“The proposed budget for 2024-2025 marks an important milestone as it is the first in Programme Budget in which country offices will be allocated more than half of the total budget for the biennium. We highly welcome this approach which will enable the organization to deliver on its mandate while fulfilling the expectations for transparency, efficiency and accountability.”
The Botswana Health Minister commended member states on the extension of the General Programme of Work (GPD 13) and the Secretariat work to monitor the progress towards the triple billion targets, and the health-related SDGs.
“We welcome the Director’s general proposed five priorities which have crystalized into the “five Ps” that are aligned with the GPW 13 extension. Impact can only be achieved through close coordination with, and support to national health authorities. As such, the strengthening of country offices is instrumental, with particular focus on strengthening national health systems and on promoting more equitable access to health services.”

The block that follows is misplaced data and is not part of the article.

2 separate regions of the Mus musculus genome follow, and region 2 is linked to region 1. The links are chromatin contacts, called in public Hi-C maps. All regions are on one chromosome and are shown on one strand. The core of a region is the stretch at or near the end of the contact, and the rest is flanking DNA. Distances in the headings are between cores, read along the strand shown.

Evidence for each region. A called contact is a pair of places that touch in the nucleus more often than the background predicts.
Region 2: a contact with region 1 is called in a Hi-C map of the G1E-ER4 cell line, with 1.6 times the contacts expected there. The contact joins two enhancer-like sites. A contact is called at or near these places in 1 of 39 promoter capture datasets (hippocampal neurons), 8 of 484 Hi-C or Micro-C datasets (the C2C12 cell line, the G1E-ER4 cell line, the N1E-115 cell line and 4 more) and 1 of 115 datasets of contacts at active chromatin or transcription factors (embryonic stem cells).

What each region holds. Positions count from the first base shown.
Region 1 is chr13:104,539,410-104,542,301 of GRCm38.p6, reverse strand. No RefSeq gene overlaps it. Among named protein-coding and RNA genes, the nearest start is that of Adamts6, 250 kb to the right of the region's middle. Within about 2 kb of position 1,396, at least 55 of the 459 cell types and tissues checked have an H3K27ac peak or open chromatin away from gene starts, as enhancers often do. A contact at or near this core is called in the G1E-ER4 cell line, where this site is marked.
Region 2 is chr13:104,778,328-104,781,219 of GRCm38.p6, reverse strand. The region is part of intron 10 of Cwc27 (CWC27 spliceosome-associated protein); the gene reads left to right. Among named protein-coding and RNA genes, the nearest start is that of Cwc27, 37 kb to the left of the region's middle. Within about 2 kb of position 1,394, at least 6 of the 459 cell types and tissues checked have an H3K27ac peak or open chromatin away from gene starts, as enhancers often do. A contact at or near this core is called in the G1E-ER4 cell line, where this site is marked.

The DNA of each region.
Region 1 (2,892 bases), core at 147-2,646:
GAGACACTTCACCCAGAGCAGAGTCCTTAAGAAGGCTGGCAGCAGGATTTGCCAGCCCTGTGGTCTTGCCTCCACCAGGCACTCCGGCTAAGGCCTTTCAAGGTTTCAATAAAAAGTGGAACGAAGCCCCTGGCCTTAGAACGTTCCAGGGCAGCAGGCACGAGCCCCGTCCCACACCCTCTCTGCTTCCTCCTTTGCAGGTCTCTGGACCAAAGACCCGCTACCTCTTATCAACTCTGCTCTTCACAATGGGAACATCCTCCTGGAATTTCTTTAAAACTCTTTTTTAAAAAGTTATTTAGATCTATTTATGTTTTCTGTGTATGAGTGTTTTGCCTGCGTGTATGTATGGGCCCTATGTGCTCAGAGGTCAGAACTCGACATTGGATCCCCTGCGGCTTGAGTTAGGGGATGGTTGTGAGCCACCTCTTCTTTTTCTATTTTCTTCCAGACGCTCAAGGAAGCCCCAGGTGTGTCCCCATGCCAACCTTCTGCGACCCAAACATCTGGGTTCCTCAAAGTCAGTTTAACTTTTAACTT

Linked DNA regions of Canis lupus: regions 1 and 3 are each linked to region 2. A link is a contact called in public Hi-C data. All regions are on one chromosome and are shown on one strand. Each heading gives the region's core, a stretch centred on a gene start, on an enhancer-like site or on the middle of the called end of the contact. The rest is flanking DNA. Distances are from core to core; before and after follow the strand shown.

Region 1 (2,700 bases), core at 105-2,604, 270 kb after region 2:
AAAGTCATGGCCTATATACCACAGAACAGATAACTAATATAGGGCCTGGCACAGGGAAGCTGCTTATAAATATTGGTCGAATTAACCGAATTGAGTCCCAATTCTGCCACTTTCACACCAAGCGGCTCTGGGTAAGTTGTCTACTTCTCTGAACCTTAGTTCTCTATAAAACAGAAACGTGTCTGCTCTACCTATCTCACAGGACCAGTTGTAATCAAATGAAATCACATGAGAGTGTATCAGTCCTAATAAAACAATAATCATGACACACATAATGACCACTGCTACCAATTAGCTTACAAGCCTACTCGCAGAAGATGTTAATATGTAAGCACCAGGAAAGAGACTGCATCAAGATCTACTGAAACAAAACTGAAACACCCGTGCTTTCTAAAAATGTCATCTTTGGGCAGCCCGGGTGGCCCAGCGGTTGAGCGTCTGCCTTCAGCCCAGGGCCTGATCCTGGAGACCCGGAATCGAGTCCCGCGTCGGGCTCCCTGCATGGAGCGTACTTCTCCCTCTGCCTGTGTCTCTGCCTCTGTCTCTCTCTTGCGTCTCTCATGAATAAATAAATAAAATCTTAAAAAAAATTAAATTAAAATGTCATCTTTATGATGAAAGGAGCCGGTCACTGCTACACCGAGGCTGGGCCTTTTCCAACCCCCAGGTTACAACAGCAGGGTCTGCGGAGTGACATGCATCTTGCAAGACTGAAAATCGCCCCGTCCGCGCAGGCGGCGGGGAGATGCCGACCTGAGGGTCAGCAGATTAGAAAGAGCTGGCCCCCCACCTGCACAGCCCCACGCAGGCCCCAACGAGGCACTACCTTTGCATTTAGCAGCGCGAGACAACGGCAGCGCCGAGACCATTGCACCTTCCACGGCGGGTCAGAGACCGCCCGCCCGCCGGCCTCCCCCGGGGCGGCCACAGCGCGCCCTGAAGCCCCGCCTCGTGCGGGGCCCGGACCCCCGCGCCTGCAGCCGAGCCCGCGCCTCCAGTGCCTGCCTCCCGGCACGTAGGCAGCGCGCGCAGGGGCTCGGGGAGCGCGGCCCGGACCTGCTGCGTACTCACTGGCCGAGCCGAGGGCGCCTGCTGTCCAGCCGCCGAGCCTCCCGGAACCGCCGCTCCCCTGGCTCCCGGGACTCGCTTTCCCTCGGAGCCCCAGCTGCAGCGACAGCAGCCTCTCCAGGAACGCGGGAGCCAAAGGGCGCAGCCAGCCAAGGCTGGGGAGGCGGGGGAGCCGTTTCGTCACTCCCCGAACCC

According to Dr Dikoloti, the majority of countries with UHC index that is below the global median are in the WHO Africa region. “For that, we call on the WHO to enhance capacity at the regional and national levels in order to accelerate progress. Currently, the regional office needs both technical and financial support in order to effectively address and support country needs.”
The Minister of Foreign Affairs, Dr. Lemogang Kwape says Botswana has not taken any position regarding the killing of a renowned human rights lawyer, Thulani Maseko, who was gunned down at his house in Mbabane, Eswatini.